Myth 7. In journeying through the bereavement process mourners go through five predictable step-by-step stages: denial, anger, bargaining, depression, and acceptance.
Reality: Thirty-three years ago Elisabeth Kubler-Ross presented her theory on how people who are dying cope with their upcoming deaths in her pioneering book, On Death and Dying. The 5 Stages of Grief are well understood and accepted, although how people experience them is often different from individual to individual, and not every person experiences every phase, or every stage in order. These stages are not prescriptions for how to act when grieving, but simply a guide to the grieving process.
Myth 8. The best way to cope with unpleasant loss related feelings and thoughts is to suppress and bury them. Keep busy so as to not dwell on your troubles.
Reality: Upsetting feelings and thoughts will not just go away. They will, instead, go underground (become unconscious) and later return – causing you problems. Achieve a balance by thinking and talking about what is upsetting you when you are able, but avoid overdoing it. Know your limits.
Myth 9. When a person starts talking with sadness about missing his/her pet it is best to redirect their attention to pleasant memories they have about the pet.
Reality: This may be an example where the listener has good intentions but will produce bad effects by his/her response. People who talk about their unpleasant feelings are looking for a receptive ear. Redirecting the conversation or changing the subject reflects the discomfort of the listener rather than the needs of the mourner.
Myth 10. Time heals all wounds. Just give it enough time and you will no longer feel so bad.
Reality: Time does heal all wounds, but patience is necessary and some people may need further assistance to move beyond the grieving process if that person feels “stuck” in it for months or years on end.
Myth 11. The best way to protect yourself from the pain of pet loss is to not get another pet.
Reality: Depriving yourself of an animal companion is a very high price to pay to help insure yourself against experiencing another painful loss. Instead, you may wish to summon up the courage to put in the effort necessary to work through your mourning related psychological issues. Despite your pains of loss you can still look forward to one day sharing happiness, pleasure, and joy, with a new and unique animal companion. It is an unfortunate fact that one of the prices we pay for loving so deeply is to suffer deeply when the bonds with our cherished animal friends are broken.
Myth 12. Children handle pet loss rather easily. That which occurs in childhood has little carryover into adult life.
Reality: Just because children do not react as overtly as adults, or communicate directly with words, does not mean they aren’t experiencing strong reactions inside. Not infrequently, the loss of a pet (whether by death or another cause) is the first significant loss the child will have experienced. The profound effects of this loss, and how parents or other caregivers handle it, might reverberate in the child for many years to come.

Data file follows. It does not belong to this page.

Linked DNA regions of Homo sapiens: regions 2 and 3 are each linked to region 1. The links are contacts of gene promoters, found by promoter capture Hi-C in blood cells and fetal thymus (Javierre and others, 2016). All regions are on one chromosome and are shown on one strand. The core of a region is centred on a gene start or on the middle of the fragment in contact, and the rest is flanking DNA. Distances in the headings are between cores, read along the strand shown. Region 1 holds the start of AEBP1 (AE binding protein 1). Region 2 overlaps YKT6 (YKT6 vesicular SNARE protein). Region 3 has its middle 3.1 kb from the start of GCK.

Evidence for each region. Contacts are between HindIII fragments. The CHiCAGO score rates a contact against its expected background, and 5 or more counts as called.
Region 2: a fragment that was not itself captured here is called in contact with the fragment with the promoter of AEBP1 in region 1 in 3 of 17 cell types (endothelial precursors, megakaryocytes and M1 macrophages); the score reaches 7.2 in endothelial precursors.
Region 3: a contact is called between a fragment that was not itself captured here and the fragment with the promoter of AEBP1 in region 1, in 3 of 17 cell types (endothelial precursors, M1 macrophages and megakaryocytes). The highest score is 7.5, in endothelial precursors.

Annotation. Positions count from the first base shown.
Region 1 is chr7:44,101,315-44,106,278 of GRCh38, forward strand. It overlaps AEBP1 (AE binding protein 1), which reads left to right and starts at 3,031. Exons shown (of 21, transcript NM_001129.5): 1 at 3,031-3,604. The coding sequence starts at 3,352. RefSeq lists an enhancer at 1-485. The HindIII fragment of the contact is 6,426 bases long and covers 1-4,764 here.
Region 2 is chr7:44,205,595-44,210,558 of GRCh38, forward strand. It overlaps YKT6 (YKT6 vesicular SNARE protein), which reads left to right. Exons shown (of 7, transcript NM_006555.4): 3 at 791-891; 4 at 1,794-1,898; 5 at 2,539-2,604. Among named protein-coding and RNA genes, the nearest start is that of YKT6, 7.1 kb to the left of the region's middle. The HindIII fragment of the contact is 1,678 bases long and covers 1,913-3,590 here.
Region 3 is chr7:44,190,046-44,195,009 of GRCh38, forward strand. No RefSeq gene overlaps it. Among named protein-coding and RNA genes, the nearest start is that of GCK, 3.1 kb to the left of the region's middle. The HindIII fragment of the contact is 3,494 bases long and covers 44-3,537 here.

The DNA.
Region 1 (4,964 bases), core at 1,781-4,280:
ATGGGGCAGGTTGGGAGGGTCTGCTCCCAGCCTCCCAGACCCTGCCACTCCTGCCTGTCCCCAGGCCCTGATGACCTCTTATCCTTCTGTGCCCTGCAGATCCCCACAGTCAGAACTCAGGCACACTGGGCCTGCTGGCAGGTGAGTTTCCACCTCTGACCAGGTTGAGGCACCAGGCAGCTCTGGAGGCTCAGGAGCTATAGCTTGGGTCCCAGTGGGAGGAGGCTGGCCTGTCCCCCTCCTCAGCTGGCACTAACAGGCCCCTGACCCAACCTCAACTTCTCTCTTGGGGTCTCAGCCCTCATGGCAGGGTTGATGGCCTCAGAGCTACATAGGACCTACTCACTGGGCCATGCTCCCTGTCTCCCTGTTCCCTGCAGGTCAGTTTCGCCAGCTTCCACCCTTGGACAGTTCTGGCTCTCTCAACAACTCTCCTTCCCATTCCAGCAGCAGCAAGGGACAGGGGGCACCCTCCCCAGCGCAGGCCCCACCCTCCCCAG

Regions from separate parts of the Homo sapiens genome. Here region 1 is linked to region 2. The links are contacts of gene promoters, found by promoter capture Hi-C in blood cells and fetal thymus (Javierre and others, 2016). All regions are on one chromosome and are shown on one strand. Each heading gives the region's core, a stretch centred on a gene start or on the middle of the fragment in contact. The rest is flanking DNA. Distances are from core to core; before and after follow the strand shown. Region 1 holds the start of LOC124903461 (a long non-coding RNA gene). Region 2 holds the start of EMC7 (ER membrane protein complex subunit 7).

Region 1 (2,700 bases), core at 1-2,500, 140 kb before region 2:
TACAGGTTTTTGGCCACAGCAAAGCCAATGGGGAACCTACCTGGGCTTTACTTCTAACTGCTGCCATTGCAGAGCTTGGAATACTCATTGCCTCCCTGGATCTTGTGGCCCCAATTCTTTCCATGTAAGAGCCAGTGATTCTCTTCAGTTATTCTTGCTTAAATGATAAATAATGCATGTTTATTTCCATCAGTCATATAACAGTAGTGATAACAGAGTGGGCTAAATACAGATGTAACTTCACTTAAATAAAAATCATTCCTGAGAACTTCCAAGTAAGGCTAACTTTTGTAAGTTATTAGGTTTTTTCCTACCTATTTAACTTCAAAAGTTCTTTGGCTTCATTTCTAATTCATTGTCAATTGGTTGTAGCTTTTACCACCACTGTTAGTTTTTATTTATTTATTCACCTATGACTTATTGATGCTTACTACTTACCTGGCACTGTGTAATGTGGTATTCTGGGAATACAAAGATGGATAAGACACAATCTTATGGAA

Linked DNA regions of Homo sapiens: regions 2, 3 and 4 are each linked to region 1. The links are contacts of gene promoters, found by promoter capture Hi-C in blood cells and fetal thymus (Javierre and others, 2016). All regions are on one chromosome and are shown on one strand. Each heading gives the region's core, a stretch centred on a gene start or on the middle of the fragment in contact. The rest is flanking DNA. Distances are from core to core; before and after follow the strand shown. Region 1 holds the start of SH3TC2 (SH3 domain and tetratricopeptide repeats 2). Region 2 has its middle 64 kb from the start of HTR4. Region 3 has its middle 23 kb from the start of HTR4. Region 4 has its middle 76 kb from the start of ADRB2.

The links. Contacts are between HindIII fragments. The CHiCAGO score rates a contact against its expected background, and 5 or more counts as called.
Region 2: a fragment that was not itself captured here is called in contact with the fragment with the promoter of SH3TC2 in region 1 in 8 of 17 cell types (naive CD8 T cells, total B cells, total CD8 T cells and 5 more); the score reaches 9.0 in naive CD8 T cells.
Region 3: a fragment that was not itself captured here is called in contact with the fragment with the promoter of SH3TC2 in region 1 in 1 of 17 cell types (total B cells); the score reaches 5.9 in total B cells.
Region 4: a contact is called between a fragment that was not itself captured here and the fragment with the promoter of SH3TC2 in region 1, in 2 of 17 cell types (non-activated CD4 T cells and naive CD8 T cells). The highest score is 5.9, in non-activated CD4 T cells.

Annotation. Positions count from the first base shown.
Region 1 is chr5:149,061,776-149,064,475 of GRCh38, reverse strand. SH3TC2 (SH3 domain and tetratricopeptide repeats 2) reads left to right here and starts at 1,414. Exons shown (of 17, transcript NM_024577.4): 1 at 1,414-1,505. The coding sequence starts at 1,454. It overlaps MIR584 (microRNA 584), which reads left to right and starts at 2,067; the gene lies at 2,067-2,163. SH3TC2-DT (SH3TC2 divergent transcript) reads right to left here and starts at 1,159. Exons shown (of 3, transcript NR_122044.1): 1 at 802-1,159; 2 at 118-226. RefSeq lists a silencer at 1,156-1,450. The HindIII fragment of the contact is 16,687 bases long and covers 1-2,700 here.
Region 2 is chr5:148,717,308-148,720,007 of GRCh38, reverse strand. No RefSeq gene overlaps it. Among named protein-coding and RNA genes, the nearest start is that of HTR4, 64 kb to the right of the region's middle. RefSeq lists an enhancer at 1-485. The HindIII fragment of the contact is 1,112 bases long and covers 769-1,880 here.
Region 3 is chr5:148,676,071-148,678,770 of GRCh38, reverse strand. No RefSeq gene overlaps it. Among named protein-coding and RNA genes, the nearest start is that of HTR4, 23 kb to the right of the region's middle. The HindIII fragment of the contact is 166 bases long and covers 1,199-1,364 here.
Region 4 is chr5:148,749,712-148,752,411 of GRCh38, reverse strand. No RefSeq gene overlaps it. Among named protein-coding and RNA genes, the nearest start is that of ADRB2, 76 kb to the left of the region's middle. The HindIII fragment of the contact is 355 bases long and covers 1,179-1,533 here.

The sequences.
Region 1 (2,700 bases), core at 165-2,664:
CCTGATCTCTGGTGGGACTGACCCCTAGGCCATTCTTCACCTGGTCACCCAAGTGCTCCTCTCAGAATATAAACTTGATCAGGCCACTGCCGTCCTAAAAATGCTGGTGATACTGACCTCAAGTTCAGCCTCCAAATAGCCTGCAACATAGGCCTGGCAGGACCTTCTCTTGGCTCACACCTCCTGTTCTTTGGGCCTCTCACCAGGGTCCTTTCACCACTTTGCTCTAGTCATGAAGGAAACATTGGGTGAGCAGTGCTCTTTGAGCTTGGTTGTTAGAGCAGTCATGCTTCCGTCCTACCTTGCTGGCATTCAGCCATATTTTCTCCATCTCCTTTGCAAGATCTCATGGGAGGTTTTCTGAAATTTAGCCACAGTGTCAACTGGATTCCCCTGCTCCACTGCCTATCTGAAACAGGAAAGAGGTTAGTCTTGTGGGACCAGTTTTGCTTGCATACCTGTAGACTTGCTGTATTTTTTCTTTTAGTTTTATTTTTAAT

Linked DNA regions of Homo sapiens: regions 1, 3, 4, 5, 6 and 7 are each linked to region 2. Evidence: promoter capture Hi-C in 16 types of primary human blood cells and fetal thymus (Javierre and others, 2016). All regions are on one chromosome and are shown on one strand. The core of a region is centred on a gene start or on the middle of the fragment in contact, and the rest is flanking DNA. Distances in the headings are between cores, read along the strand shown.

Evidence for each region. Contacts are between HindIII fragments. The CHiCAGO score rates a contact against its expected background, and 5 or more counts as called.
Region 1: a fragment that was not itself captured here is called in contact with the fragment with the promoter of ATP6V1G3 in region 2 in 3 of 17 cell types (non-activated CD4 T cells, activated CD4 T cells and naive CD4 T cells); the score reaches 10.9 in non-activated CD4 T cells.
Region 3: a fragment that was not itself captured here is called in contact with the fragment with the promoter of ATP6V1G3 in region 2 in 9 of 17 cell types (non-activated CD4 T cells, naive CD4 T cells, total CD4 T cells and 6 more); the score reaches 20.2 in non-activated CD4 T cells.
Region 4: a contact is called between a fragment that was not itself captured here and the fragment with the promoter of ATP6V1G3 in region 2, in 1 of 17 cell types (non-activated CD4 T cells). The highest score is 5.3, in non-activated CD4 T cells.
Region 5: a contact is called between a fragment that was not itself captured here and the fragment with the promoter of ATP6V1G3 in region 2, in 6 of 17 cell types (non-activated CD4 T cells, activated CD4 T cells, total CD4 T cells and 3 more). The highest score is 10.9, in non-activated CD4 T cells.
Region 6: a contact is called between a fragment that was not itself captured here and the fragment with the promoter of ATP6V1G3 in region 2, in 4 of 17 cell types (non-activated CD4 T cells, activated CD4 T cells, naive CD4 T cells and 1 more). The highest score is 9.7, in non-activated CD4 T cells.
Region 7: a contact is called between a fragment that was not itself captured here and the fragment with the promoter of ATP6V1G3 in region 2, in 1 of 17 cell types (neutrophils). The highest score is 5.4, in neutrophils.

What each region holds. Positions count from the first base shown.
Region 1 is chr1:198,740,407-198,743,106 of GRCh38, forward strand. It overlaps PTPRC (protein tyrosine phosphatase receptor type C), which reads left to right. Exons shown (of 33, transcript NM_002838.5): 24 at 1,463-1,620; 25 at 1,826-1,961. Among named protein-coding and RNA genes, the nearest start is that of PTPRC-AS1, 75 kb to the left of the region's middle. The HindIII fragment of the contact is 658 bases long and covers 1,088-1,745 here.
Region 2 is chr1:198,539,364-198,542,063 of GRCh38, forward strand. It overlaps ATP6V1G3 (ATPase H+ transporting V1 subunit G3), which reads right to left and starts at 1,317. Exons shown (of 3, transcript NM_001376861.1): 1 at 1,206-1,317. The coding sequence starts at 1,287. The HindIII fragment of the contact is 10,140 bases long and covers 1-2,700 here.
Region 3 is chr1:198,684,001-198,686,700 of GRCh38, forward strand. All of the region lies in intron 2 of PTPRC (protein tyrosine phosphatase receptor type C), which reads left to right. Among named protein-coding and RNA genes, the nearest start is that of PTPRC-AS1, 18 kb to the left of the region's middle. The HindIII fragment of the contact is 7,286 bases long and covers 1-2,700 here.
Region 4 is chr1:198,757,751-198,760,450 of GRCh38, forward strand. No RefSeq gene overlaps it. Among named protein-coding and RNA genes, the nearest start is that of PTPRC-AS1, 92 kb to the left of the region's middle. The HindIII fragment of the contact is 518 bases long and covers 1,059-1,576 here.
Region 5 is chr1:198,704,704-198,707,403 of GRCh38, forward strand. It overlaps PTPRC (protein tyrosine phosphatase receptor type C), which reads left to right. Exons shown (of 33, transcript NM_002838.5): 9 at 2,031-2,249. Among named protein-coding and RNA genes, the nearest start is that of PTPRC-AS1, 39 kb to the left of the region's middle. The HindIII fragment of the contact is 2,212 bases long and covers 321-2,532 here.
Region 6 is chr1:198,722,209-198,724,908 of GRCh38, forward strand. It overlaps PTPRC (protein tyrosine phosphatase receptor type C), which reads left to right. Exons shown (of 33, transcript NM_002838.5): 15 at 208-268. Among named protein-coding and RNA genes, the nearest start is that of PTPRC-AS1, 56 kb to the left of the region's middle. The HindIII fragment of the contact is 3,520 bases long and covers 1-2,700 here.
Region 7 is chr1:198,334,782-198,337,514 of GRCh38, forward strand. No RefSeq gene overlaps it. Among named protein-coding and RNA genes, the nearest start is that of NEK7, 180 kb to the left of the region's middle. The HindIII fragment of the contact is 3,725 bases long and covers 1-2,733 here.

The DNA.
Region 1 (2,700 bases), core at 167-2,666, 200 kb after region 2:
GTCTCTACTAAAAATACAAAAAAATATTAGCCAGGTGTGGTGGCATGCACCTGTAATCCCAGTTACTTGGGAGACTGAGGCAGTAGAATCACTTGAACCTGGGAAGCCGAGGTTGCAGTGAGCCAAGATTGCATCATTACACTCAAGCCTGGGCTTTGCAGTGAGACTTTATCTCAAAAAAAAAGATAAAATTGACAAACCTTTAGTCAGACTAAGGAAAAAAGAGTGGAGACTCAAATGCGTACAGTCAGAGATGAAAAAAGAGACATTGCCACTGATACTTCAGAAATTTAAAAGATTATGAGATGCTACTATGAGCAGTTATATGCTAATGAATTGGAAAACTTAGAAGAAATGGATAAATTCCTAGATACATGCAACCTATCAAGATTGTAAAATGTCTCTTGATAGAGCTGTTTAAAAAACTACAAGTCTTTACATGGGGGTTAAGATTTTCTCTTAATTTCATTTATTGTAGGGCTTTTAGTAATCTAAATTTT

Myth 13. It is best to protect children from the upsetting truth of what has happened to their pet.
Reality: Some parents/caregivers think they are helping their child – sparing them pain – when they do not tell him or her that their pet has died. They sometimes make up a story that they gave the pet away or that the pet ran away. What the parents don’t realize in doing this is that through their well intentioned lies and deceits they are undermining the trust their child has in them, and paradoxically, causing the child much more pain in the long run. Some children, for example, will unfairly blame themselves for their pet “running away.”
Myth 14. Pets don’t mourn for other pets.
Reality: Some companion animals develop strong bonds with other pets in the household and they will show some of the same kinds of symptoms of mourning as people do – such as loss of appetite, “searching” for the missed loved one, and acting depressed.
Myth 15. Pet loss is something you should be able to “get over” on your own. There is no need for someone to see a professional pet loss counselor in order to deal with this.
Reality: Some people have a self-interested need for you to “get over” your pet related mourning as soon as possible, before you are ready to do so. They feel uncomfortable with your distress. If, for example, you broke an arm you would go to a physician to get help. So why wouldn’t you see a human-animal bond specialist to get help for a broken heart? This can be seen as an investment in your mental health and peace of mind.
Overcoming these myths can be difficult – for maintaining these beliefs does have some advantages. But those who don’t work through their feelings and reactions about mourning are likely to experience a variety of physical, intellectual, emotional, interpersonal, and spiritual symptoms later. It’s very hard to learn new and healthier ways of feeling, thinking, and behaving, but the many benefits are worth the effort.